Munoz via TKO or unanimous decision
Result: Munoz via TKO

170 lbs. – Diego Sanchez x Martin Kampmann
Prediction:
Sanchez via TKO (round three)
Result: Sanchez via unanimous decision

Dan 'Hendo' Henderson captured the Strikeforce Light Heavyweight title from Rafael 'Feijao' Cavalcante with a second round KO.

Two nights later, Strikeforce continued its streak of outdoing itself with a night of exciting finishes and developing personalities. The past two events were the opening rounds of the promotion’s World Grand Prix Heavyweight Tournament followed by a Strikeforce Challengers events that featured Ryan Couture, the return of Carlo Prater, and an exciting main event of Lee Healy x Lyle Beerbohm.  The ratings for Feijao vs. Henderson will indicate how much traction the previous events offered for tonight, as well as how much this event might provide for Strikeforce’s next event (April 9th, headlined by Nick Diaz vs. Paul Daley for the welterweight title), but for those who are looking for action and willing to give the Showtime product a chance, they’d do themselves right by catching the replays, starting on March 8th.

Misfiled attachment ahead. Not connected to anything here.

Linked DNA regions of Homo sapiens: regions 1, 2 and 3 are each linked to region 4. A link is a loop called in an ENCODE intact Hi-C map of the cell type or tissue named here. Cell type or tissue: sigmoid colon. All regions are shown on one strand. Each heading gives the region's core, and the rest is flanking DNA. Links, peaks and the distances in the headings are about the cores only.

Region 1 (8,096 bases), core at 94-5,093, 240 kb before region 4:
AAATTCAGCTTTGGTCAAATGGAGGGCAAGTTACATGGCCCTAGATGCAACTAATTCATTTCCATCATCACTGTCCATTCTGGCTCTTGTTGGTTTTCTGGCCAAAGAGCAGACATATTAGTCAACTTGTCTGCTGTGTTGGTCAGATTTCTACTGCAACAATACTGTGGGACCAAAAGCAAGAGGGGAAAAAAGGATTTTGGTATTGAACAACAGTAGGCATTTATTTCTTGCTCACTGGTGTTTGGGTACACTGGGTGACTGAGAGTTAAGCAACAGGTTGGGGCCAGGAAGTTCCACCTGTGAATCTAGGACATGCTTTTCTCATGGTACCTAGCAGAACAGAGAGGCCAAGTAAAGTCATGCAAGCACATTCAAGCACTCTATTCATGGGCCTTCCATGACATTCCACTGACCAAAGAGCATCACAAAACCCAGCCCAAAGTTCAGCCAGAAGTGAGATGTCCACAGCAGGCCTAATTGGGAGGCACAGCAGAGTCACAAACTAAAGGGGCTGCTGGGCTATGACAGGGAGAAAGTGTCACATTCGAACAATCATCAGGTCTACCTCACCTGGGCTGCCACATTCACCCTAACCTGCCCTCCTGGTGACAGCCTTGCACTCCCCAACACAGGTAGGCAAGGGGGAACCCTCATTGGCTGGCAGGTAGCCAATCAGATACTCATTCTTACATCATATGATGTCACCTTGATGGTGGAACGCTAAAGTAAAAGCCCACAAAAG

Previously, I said that this was a one-man show, with Henderson as the only star in casual fans’ eyes. Going into the event, that’s not an unreasonable assessment, but in retrospect, Strikeforce middleweight Tim Kennedy, women’s welterweight champion Marloes Coenen, and her challenger Liz ‘G-Rilla’ Carmouche gave dramatic in-cage performances and came across on the mic as fighters worth fans remembering and supporting.